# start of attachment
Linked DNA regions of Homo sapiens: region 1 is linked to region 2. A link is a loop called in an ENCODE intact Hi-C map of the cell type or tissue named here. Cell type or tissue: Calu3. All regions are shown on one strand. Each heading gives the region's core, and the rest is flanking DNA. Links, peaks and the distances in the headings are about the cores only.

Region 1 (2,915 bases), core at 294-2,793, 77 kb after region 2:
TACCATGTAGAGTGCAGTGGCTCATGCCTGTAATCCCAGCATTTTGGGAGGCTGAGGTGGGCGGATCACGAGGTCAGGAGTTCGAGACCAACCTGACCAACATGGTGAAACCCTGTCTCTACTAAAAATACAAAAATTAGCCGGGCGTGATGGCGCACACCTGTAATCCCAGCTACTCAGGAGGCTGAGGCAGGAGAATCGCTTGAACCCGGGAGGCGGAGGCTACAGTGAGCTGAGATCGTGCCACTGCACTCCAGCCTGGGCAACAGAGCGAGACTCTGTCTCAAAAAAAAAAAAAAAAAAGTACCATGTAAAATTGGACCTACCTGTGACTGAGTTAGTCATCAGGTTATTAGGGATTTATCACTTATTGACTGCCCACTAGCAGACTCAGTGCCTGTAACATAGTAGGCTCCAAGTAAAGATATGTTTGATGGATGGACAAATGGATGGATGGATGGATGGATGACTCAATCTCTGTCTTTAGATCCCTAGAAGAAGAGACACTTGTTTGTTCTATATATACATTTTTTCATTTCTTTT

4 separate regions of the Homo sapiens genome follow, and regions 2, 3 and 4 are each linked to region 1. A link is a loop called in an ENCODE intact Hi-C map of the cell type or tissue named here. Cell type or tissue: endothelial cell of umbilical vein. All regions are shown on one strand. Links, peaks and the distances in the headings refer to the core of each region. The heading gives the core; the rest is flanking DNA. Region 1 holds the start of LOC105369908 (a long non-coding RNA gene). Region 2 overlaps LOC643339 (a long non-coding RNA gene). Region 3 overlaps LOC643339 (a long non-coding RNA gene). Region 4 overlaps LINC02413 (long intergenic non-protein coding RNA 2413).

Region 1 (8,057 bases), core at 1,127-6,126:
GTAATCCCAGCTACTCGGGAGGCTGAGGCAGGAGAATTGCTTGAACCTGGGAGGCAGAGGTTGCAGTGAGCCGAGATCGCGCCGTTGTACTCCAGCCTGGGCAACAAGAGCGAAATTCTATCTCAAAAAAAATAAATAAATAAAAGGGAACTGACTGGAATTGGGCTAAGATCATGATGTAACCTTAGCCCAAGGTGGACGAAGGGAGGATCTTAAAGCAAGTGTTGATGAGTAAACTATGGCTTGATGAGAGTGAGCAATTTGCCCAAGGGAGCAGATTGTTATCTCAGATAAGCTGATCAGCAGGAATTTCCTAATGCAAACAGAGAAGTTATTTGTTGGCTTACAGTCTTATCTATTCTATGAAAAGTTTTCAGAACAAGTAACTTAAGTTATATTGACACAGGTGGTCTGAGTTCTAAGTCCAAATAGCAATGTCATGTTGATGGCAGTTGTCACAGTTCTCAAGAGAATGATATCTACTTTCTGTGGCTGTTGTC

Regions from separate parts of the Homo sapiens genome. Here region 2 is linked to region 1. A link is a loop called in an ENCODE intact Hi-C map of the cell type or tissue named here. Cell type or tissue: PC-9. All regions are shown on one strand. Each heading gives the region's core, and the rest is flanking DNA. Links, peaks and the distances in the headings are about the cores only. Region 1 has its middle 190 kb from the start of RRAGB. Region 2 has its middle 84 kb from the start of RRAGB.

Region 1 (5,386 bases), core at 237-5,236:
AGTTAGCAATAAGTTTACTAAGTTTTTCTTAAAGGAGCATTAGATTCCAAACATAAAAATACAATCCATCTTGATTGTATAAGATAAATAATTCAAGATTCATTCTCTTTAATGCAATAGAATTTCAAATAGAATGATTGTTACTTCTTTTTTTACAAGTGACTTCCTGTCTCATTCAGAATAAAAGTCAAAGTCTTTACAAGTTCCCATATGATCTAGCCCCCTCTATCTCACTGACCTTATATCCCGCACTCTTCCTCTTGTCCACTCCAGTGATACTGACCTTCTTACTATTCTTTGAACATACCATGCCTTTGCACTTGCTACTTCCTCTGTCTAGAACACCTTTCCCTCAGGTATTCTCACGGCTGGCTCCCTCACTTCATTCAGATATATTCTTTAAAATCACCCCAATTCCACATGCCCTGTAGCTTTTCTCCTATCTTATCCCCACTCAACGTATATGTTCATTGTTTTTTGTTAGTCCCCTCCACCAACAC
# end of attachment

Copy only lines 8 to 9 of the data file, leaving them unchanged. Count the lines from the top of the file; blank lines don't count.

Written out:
Region 1 (5,386 bases), core at 237-5,236:
AGTTAGCAATAAGTTTACTAAGTTTTTCTTAAAGGAGCATTAGATTCCAAACATAAAAATACAATCCATCTTGATTGTATAAGATAAATAATTCAAGATTCATTCTCTTTAATGCAATAGAATTTCAAATAGAATGATTGTTACTTCTTTTTTTACAAGTGACTTCCTGTCTCATTCAGAATAAAAGTCAAAGTCTTTACAAGTTCCCATATGATCTAGCCCCCTCTATCTCACTGACCTTATATCCCGCACTCTTCCTCTTGTCCACTCCAGTGATACTGACCTTCTTACTATTCTTTGAACATACCATGCCTTTGCACTTGCTACTTCCTCTGTCTAGAACACCTTTCCCTCAGGTATTCTCACGGCTGGCTCCCTCACTTCATTCAGATATATTCTTTAAAATCACCCCAATTCCACATGCCCTGTAGCTTTTCTCCTATCTTATCCCCACTCAACGTATATGTTCATTGTTTTTTGTTAGTCCCCTCCACCAACAC